But SVB proved to be special – they either haven’t hedged or their hedges haven’t worked, and, as noted before, their specific market niche is going through unusual problems. To quote an ST piece a couple weeks ago:
‘At the peak of the tech investing boom in 2021, customer deposits surged from $102bn to $189bn, leaving the bank awash in “excess liquidity”. At the time, the bank piled much of its customer deposits into long-dated mortgage-backed securities issued by US government agencies, effectively locking away half of its assets for the next decade in safe investments that earn, by today’s standards, little income.’
The negative feedback loop is pretty simple. Deposits leave…..the bank has to sell government and mortgage bonds at a loss…..this loss hits the capital of the bank…..analysts, investors, and depositors start to worry about how much capital the bank really has if all the bonds are marked to market…..more deposits leave….more asset sales. Rinse and repeat.
The wheels on the SVB story came off pretty quick. As you can see below, the stock has been weak for some time, but lost -60% of its value on Thursday of this week.
SVB tried to raise new capital on Thursday, but the plans fell through overnight, and the FDIC stepped in and took the bank into receivership on Friday. SVB’s failure will go down as the second largest bank failure in U.S. history.
We are going to learn a lot more over the next few days. Over the immediate term, it will be telling if the FDIC finds a buyer for the bank over the weekend or is forced to liquidate the institution. You would think a well-funded bank will be interested in picking up SVB for pennies on the dollar. But if no buyer shows up, or if the price is unusually low….that will tell us something.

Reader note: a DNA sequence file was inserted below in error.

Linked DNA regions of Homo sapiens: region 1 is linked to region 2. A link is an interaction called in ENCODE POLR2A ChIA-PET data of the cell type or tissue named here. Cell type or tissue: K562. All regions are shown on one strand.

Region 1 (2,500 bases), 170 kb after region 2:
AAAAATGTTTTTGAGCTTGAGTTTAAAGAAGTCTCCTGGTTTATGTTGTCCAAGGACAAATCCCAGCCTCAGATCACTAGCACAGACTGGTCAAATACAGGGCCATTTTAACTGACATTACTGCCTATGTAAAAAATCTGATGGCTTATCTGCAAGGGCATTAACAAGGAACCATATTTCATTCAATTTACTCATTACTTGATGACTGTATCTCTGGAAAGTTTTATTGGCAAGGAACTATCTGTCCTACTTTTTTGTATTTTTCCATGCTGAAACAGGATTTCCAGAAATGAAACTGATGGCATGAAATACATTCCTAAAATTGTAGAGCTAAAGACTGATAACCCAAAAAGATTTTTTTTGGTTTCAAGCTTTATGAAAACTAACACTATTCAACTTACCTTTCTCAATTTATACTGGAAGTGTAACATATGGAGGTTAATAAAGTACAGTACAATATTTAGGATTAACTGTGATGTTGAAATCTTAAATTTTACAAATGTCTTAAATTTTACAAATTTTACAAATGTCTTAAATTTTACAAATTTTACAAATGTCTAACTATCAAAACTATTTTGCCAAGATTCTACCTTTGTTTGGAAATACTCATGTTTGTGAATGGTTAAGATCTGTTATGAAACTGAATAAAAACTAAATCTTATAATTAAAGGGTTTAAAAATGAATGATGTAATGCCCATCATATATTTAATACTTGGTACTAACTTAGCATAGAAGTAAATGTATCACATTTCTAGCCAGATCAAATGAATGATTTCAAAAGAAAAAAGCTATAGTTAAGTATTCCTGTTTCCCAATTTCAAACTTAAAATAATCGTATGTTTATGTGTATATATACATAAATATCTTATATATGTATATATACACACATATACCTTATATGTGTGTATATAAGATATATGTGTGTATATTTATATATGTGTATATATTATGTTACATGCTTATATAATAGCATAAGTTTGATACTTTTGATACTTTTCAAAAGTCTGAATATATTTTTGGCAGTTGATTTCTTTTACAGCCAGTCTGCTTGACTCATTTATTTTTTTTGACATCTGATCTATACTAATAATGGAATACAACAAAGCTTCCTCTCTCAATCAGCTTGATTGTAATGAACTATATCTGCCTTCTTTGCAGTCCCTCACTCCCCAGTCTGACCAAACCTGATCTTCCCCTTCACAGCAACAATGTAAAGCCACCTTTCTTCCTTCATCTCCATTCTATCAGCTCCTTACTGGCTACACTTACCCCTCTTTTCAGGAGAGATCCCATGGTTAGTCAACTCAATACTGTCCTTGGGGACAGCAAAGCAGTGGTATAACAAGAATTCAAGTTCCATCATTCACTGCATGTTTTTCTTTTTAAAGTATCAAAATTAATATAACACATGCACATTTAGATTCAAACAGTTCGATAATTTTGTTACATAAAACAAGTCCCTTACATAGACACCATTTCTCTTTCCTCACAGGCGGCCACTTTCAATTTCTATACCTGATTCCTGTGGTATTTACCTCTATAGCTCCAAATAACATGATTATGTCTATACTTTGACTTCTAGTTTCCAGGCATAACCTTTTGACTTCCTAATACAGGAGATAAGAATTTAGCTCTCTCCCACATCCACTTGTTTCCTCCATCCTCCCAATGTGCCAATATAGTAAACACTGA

Beyond that, the general consensus on the situation is as follows:
- This is a big bank failure, but at the moment it’s not systemic in the way Washington Mutual was.
- SVB’s failure appears to be much more related to the structure of this specific bank’s deposit base and securities portfolio more than anything else.
- SVB’s decision to fund a long duration fixed income portfolio at sub 2% yields with flighty deposits from a particularly volatile business sector (startups) is pretty unique.
- For example, 95% of SVB’s deposit base is uninsured versus 40% for banks of a similar size. These depositors should (and did) flee the bank at the first hint of trouble.
- Additionally, for all the talk about losses in bank bond portfolios, most well-run banks have hedged their interest rate risk. SVB either didn’t hedge or didn’t do it very well.
- Most banks will be fine, especially those with a well-established retail deposit base (think Chase, Wells, etc.). The stocks for both companies were actually up on Friday.
- Finally, this feels much more like the Orange County bankruptcy back in 1994 than it does the systemic banking crisis of 2008.
Time will tell which of these views proves to be accurate or not.
Oh, one other thing. Remember all the talk about a half-point Fed hike in a couple weeks that we referenced earlier? Now the market isn’t so sure. Odds now favor just a quarter-point move.
Odds could even favor no hike at all in two weeks if we see another few days of stress in the banking system. How quickly perceptions change!!
(Other) Charts We Found Interesting
- The magazine cover indicator strikes again. Forbes ranked SVB as one of the best banks in the U.S. just four days ago.
- Regardless of which way you look at it, yield curve inversions have typically preceded recessions.
- Used car prices actually increased in February. This wasn’t expected.
- The money supply continues to contract.
- How much are you being compensated for buying investment grade corporate bonds versus just buying a six-month T-Bill? Not much.
- Another way of saying that the top market cap companies are still richly valued.
- It’s easy to forget how recent the phenomena of ubiquitous AC has become in many areas.
Have a good weekend